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China Signals Surge In Oil Demand With 20% Increase In Refiner Oil Import Quotas

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China Signals Surge In Oil Demand With 20% Increase In Refiner Oil Import Quotas

China issued a substantial increase in its crude imports quotas for this year, the clearest sign yet that Chinese refiners are set for a material increase in output  - and a surge in demand for oil - as the nation finally moves away from its ridiculous Covid Zero policy.

On Monday, China issued a second batch of 2023 crude oil import quotas, raising the total for this year by 20% compared to the same time last year, according to Reuters and Bloomberg.  According to the document from the Ministry of Commerce, 44 companies, mostly independent refiners, were given 111.82 million tonnes in import quotas in this round.

On Monday, China issued a second batch of 2023 crude oil import quotas, raising the total for this year by 20% compared to the same time last year, according to Reuters and Bloomberg.  According to the document from the Ministry of Commerce, 44 companies, mostly independent refiners, were given 111.82 million tonnes in import quotas in this round.

Combined with the 20 million tonnes in 2023 quotas granted to 21 refineries in October, that takes the total for this year to 131.82 million tonnes, up from the 109.03 million tonnes issued in the first batch for 2022. The second batch of quotas for 2022 was released in June last year.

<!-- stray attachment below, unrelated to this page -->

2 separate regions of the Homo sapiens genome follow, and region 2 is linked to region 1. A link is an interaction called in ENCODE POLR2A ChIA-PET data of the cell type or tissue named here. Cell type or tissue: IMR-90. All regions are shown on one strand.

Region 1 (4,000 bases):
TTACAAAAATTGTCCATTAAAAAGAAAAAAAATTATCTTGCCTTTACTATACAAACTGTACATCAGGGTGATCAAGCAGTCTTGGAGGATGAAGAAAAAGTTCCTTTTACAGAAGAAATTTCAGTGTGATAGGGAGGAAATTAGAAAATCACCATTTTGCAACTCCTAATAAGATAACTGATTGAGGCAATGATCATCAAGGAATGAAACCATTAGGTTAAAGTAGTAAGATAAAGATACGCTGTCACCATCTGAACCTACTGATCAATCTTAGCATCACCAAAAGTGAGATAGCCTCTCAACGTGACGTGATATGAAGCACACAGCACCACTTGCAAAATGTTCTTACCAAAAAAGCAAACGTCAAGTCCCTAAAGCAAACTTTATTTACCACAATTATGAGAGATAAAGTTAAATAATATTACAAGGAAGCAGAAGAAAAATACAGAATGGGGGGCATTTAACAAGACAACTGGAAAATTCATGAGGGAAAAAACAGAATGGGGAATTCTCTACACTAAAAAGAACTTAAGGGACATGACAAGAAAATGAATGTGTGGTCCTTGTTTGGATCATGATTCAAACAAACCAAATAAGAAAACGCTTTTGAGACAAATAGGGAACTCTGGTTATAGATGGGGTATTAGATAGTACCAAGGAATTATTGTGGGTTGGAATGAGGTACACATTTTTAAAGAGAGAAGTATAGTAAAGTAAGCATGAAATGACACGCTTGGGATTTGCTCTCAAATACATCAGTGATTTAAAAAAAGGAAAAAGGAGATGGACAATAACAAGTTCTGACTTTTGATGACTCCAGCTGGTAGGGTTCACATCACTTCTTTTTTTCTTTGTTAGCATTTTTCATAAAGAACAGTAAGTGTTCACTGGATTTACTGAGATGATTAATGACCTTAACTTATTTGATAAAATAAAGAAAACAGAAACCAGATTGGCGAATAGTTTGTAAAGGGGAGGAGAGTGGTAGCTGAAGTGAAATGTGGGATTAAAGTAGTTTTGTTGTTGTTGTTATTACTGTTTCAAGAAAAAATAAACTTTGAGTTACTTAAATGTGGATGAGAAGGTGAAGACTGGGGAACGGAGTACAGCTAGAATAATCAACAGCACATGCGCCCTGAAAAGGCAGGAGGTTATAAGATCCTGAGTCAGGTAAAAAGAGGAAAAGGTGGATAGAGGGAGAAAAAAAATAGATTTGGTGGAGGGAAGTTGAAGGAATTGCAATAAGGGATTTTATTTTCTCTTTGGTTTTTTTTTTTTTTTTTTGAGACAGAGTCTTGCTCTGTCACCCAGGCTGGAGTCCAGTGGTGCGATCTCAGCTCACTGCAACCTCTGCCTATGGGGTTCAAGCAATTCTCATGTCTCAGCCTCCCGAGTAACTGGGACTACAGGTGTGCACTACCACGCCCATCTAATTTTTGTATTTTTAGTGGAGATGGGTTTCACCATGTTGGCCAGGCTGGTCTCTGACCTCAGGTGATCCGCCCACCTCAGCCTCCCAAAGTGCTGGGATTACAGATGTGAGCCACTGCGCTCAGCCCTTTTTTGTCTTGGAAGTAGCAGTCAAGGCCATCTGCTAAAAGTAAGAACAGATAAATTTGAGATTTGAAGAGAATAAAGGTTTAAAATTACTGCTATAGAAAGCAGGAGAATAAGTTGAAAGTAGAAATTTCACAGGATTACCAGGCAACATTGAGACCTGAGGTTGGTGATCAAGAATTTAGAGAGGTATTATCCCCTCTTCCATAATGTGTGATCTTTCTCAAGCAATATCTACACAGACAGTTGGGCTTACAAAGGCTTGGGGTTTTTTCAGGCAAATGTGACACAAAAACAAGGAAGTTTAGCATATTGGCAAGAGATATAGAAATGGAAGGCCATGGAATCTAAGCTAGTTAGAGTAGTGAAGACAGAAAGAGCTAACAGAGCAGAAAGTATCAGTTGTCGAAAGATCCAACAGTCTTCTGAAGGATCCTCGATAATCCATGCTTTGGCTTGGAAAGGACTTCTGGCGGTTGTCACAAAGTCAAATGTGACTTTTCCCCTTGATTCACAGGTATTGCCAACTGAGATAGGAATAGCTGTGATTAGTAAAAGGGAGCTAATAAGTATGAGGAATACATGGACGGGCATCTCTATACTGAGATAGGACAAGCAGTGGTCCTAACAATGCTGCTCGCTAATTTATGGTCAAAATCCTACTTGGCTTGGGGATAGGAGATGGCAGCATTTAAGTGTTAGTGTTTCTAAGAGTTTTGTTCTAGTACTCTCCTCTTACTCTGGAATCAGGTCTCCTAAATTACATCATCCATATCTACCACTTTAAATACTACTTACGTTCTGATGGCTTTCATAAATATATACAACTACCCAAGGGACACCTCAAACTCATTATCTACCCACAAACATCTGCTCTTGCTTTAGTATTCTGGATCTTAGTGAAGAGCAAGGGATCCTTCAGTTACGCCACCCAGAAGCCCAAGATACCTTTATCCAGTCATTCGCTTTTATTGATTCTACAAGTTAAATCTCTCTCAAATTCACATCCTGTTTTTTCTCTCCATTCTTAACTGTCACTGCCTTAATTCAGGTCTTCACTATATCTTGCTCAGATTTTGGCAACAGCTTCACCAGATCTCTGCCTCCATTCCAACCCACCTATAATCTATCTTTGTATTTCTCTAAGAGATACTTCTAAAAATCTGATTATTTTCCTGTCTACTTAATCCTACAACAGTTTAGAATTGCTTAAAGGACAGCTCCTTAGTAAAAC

• Zhejiang Petrochemical Corp, which operates China's biggest privately-owned refinery site, was granted the largest quota of this batch at 20 million tonnes, on par with last year's issuance, according to the documents.
  • Hengli Petrochemical received a quota of 14 million tonnes and Shenghong Petrochemical's newly started 320,000 barrels-per-day refinery received 8 million tonnes. Hengli won a quota of 4.83 million tonnes in the first batch in October.

Additionally, as Reuters notes, China, the world's biggest oil importer, allocated some 2023 quotas earlier than usual to shore up the sluggish economy by encouraging refiners to boost operations. 

"The issuance is largely in line with market anticipation, and it suggests that Beijing is trying to boost economy by allowing refineries to ratchet up operation," a Singapore-based oil trader told Reuters.

Global oil futures benchmarks Brent and WTI both gained than $2 a barrel on early Monday trading on optimism for future fuel demand as China dropped its zero-COVID restrictions and began unfettered travel across its borders.

Tyler Durden Mon, 01/09/2023 - 11:20

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